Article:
The Pentagon is pursuing an innovation missile-defense system that could address some of the shortcomings of the existing systems it deploys.
There are a number of major (somewhat interrelated) obstacles to defending against a missile attack. The first is simply the sheer technological challenge of using a missile to destroy another fast-moving missile. This is sometimes compared to trying to shoot a bullet with another bullet. The other is the cost equation: because of the technological challenges involved, missile-defense interceptors are inherently more expensive than the offensive missiles they are trying to destroy. Furthermore, because of the extreme difficulty of shooting down a missile, numerous interceptors are usually used against a single missile. All of this means that an adversary can merely use more offensive missiles to overcome defensive systems, especially when they know how many interceptors they are up against. This is easy to do when the interceptors cost so much compared to the missiles they are trying to destroy.
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Enter the Hyper Velocity Projectile. Developed by the Pentagon’s Strategic Capabilities Office (SCO), the program aims to use the U.S. Army’s existing 155-millimeter howitzers to fire the new Hyper Velocity Projectile (HVP). These projectiles will have speeds of 5,600 miles per hour and only cost $86,000, compared to about $3 million for the interceptors of existing high-level missile defense systems like the Patriot.
Vincent Sabio, the program manager of the Hyper Velocity Gun Weapon System (HGWS) at SCO, discussed the project at an event on January 25 at the Center for Strategic and International Studies (CSIS), a Washington, DC think tank. “That projectile has been independently costed—not by me, I wouldn’t expect to you believe my costing — but . . . by Navy IWS [Integrated Warfare Systems] at about $85,000 a round,” Sabio said, according to a report by Breaking Defense. “You can shoot a lot of those things and not feel badly about it.”
Indeed, as Sydney J. Freedberg Jr., the Breaking Defense reporter, noted in the article, at the $86,000 price tag the Army could purchase thirty-five HVPs for the same cost as a single Patriot interceptor. And, as Freedberg went on to point out, even if each HVP had only a 10 percent chance of hitting its target, using twenty-two of them against a missile would give the Army a 90 percent chance of successfully intercepting it.
The U.S. Army howitzers are uniquely suited to firing this many rounds in the short time that a missile would be airborne. As Kyle Mizokami points out, “a typical six-to-eight-gun field artillery battery could fire up to two dozen rounds in 15 seconds.” And since the U.S. Army already has hundreds of howitzers, it wouldn’t have to purchase a bunch of new launchers to take advantage of the HVP.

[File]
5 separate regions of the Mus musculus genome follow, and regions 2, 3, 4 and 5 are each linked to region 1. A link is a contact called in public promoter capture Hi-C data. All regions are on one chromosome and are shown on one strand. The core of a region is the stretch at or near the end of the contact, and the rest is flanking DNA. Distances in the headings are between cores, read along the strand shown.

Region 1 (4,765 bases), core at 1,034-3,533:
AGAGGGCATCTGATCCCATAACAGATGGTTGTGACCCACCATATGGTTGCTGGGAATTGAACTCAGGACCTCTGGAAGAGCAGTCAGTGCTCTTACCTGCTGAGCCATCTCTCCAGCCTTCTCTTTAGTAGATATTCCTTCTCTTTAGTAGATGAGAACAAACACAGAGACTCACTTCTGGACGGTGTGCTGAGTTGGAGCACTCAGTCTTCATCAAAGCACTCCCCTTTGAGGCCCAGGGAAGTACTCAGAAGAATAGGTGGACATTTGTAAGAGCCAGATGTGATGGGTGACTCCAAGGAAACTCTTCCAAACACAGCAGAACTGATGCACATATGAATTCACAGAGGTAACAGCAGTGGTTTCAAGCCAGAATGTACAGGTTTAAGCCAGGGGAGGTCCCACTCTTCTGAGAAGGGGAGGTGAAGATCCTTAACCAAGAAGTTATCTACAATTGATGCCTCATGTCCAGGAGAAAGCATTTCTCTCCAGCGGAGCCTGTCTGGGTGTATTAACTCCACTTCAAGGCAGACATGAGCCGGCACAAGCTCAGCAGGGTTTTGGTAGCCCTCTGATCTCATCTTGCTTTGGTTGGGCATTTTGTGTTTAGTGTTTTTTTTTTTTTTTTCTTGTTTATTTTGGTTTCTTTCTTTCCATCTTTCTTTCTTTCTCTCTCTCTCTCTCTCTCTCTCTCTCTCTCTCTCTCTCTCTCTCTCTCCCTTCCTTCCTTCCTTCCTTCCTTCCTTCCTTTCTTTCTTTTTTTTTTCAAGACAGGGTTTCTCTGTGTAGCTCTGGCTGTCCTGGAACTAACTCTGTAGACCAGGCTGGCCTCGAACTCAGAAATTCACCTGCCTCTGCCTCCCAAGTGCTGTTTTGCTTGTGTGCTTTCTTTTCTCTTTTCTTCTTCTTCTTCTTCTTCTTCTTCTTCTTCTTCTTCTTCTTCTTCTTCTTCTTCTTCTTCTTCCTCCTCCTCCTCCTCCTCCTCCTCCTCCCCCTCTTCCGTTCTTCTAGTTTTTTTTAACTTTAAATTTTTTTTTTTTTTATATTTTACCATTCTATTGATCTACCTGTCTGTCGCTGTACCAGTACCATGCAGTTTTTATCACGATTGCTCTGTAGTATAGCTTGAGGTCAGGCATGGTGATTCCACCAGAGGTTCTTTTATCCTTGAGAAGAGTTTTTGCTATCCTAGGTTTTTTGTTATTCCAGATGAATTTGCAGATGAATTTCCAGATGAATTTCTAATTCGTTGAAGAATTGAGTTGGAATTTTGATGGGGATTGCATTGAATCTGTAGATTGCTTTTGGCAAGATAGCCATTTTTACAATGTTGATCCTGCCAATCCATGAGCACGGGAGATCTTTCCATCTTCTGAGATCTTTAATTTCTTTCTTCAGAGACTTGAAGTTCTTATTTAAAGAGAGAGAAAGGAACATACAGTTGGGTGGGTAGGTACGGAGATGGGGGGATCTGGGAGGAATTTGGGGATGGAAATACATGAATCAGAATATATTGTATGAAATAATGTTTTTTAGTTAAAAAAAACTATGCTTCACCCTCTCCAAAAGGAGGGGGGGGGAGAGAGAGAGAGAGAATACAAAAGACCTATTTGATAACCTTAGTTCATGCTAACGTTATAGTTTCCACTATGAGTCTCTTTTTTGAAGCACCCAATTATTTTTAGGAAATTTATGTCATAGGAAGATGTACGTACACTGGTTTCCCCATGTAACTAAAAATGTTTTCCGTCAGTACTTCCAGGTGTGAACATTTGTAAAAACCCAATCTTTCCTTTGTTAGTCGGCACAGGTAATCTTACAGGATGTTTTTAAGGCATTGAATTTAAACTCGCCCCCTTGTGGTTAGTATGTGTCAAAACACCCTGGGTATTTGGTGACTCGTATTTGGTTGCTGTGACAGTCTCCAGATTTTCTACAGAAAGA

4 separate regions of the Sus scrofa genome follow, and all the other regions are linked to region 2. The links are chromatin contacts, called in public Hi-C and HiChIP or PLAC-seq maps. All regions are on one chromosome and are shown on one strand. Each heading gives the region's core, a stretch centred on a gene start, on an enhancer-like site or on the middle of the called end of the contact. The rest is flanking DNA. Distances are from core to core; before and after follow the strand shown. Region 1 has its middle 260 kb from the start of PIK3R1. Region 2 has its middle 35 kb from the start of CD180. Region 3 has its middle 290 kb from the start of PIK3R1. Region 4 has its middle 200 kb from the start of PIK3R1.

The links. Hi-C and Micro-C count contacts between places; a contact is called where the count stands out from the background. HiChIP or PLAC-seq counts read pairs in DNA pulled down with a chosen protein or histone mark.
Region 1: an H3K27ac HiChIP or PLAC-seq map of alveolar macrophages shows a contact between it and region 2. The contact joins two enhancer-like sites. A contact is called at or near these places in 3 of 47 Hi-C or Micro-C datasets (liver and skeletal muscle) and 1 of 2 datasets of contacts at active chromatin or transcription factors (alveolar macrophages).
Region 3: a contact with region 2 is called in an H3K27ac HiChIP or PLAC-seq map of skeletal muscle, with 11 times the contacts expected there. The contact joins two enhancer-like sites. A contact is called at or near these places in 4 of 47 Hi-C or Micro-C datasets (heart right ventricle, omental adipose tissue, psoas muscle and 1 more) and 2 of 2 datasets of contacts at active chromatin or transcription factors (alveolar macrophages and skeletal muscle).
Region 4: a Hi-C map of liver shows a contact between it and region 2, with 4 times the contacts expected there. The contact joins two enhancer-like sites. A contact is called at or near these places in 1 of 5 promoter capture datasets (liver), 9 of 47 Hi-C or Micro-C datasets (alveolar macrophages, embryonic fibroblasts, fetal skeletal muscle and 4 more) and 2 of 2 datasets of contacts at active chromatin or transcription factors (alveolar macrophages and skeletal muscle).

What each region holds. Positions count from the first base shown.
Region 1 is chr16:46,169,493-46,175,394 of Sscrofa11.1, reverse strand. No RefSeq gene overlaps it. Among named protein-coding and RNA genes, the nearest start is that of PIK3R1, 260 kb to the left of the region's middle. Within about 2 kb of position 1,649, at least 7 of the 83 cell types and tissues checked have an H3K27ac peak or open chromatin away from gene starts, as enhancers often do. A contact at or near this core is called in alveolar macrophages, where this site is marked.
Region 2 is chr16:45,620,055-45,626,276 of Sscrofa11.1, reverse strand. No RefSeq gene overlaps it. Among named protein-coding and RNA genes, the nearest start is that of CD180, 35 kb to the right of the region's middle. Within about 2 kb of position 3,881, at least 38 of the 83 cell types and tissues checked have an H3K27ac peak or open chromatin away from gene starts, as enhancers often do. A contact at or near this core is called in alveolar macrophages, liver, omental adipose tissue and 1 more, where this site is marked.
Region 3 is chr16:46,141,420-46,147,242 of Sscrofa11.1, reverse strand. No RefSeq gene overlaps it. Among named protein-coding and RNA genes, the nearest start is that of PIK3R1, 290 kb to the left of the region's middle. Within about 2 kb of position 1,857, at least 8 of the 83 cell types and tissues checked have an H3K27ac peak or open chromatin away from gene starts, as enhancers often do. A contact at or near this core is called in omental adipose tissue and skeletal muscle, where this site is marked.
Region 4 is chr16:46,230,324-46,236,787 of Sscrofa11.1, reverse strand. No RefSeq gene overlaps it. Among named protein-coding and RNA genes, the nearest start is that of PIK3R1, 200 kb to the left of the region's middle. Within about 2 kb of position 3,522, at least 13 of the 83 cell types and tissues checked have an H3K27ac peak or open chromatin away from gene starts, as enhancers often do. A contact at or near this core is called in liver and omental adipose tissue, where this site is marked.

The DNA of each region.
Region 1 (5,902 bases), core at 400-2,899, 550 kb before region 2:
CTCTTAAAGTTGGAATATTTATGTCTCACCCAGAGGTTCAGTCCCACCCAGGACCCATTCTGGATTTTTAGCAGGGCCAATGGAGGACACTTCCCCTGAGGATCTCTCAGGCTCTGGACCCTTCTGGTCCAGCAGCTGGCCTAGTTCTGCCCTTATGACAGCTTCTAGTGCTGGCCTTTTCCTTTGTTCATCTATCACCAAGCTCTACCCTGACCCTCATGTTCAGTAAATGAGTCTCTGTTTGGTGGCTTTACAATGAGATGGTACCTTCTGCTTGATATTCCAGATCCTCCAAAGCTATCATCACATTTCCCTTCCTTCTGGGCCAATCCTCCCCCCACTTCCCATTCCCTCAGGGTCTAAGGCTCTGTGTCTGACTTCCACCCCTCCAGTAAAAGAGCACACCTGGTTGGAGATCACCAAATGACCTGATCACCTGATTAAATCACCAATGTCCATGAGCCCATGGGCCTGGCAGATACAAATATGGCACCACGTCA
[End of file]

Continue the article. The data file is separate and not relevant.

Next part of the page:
Sabio pointed out other advantages of the HGWS. Namely, the current missile defense systems are all large, have limited mobility, and are easy for adversaries to detect and track. “As a result, the adversary is able to count interceptors; they know where our sites are; and they can simply play what we call the plus-one game,” Sabio noted at the CSIS event. “They know if you have x number of interceptors, the absolute most they need to throw at you is x threats. And once you have fired your x interceptors, they pretty much own you.” The HGWS’s mobility, as well as being able to fire many cheap projectiles in such a short time period, would greatly complicate an adversary’s ability to out game America’s defenses.
Another advantage of the HGWS, according to Sabio, is that it will be able to deal with multiple different threats. “There may be different modes that it operates in and . . . we may tell it shortly after it comes out of the gun which type of a threat it is going after, and it will configure itself for that type of threat in terms of the dynamics—how does it maneuver, how does it close on the threat,” Sabio said, and National Defense magazine reported.
The Army will not be the only recipient of the HVPs, as the Navy is also expected to adopt them. Specifically, HVPs will be fired out of the five-inch (127-millimeter) Mark 45 deck guns on some of the Navy’s destroyers (cruisers also have the same deck gun). These guns can fire a maximum of twenty shots per minute. And, according to Kyle Mizokami, while a normal Mark 45 only has a range of fourteen miles, the HVPs will be able to reach targets at up to forty miles away.
Sabio said at the CSIS event that the Strategic Capabilities Office will spend another year refining the HVP and conducting further testing. It has asked Congress for $67 million in fiscal year 2018 for these efforts. After that, SCO will be handing off the capability to the Army and Navy, which will determine exactly how to integrate the new system into their operations.
Zachary Keck (@ZacharyKeck) is a former managing editor of the National Interest.
Image: Wikimedia Commons